Kids are like sponges, so the saying goes, and this coupled with their awe and wonder, as described by Ella Meek in the Kids Against Plastic podcast episode, enhances their ability to learn knowledge and skills. On top of this, they have yet (hopefully) succumbed to a narrative of it can’t be done, and possibilities are still endless; behaviour patterns are less baked in, making them open to change and doing things differently. This latter point is never more important in a world where climate change will force everyone to adapt in small or large ways depending on where they live.
Kids Against Plastic
Sisters, Amy and Ella, are perfect examples of children challenging the status quo. Upon discovering facts about plastic pollution, aged 10 and 12, they were compelled to act and started with litter-picking. One of their early actions was approaching the supermarkets regarding bottled water. People often buy products to solve a problem, such as food to satisfy hunger, clothing to keep us warm and demonstrate an identity, and furniture to make our homes comfortable. In the UK, despite being fortunate in accessing clean drinking water from a tap, the development of PET plastic in the 1970s solved on-the-go water resulting in booming sales. As the sisters could see bottled water was by no means an essential item, they thought supermarkets might delist them; unsurprisingly perhaps, supermarkets did not respond positively to the request to withdraw this product line.
Undaunted by this knockback, they approached the problem from a new angle. If they couldn’t stop supply, perhaps they could make an impression on demand. They devised the Plastic Clever positive award scheme to encourage a more thoughtful consumption of single-use plastic products. They focus on plastic bottles, coffee cups and lids and plastic bags.
The efforts by Amy and Ella on plastic have resulted in their achieving the Pride of Britain Green Champions award in 2021 and BEM honours in 2022. In addition to two TEDx talks, they have published the book, Be Plastic Clever and their second book, Be Climate Clever is to be published April 2022. As they move into adulthood, they find themselves considering succession planning! I do not doubt they will continue to be an asset to a greener world.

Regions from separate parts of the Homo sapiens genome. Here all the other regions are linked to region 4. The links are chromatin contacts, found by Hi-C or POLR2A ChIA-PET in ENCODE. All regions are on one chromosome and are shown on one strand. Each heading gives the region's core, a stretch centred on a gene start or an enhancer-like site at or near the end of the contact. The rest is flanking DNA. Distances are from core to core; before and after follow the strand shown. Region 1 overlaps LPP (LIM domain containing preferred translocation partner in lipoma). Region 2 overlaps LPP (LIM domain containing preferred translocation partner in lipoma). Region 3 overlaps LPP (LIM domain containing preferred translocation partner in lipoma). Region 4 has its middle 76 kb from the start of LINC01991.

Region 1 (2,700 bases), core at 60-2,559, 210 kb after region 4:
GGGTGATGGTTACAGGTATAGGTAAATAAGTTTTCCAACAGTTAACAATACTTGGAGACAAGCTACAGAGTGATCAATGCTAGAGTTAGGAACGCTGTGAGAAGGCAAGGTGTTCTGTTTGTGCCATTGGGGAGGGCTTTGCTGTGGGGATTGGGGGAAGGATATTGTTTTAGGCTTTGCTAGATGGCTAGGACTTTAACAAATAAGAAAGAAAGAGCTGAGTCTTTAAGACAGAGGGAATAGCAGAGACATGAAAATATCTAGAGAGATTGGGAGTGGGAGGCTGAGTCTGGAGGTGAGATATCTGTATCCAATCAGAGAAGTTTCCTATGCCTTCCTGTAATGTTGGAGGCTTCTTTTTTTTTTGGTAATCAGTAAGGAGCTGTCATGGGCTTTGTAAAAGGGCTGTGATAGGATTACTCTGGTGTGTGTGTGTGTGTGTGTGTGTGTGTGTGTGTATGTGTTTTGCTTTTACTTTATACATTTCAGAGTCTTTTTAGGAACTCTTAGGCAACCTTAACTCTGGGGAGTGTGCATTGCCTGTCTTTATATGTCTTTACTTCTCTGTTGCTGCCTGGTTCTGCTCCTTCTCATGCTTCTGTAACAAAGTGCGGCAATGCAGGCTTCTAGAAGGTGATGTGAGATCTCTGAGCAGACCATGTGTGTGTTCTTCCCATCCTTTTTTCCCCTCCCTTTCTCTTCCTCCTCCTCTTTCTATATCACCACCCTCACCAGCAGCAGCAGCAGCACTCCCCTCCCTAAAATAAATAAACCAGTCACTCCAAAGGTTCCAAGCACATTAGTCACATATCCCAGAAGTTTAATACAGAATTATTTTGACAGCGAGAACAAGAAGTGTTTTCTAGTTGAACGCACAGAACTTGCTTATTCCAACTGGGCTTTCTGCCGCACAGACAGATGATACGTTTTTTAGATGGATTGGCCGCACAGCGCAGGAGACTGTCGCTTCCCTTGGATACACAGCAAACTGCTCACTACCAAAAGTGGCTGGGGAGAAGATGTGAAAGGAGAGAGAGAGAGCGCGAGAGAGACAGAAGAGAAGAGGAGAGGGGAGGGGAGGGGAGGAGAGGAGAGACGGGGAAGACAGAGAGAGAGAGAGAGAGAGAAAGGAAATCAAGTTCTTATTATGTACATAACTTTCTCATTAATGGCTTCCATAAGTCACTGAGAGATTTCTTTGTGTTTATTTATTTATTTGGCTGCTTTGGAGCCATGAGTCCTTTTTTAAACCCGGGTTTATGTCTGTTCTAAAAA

Most of us, I imagine, can reflect on our childhood and remember people of influence outside of our families. My biology teachers at secondary school and college made a lasting impression on me and fuelled my enthusiasm for animals and nature. Two pioneering sisters from Bali, Melati and Isabel Wijsen were inspiring to Amy and Ella and instrumental in nudging the girls to take action. Like the Meeks, these now young women, started at ages 10 and 12, Bye Bye Plastic Bags, instigating an international movement against the use of plastic bags. Their motivation came from a lesson in school about significant people, covering Nelson Mandela, Lady Diana, and Mahatma Gandhi.
It seems vital that children and young people have opportunities to hear the inspirational stories of people who have accomplished goals beyond expected norms. Their curiosity should be fostered in an environment enabling their exploration and development.
Educating and facilitating environmental action of young people
Young people need education on environmental issues, their opinions need to be listened to, and they can be part of the solution. However, they should not bear responsibility for the problems we face. Our legacy to them cannot be a spiralling environmental breakdown to which they have to adapt. I think educators have a vital role. It is fantastic to see the development of a UK Sustainability Schools Network incorporating regional networks such as the Scottish Sustainability Schools Network, aiming to raise awareness of the climate and nature crises and make educational institutions more sustainable.
There are school-focused campaigns, such as the Let’s Go Zero 2030, aiming to unite teachers, students and parents to develop a plan to become net-zero; 1162 schools have signed up already. Another campaigning organisation, Teach the Future stresses good quality education on these matters is insufficient. This deficiency is through no fault of teachers, as they are confined within a curriculum, may not be provided with additional time or resources, and may not themselves be fully informed of the necessary facts. This group of secondary and tertiary students are campaigning for broad climate education across the UK, green skills in vocational courses and climate-friendly buildings by 2030. They have written the Climate Education Bill, currently being put before parliament.
Young people and the environment
The voices and futures of kids and young people matter. They have much to contribute; through challenging the behaviour of adults and systems within which they live and study and maybe taking action like Amy and Ella. Either way, they need to be part of the conversation – as their futures are most at risk.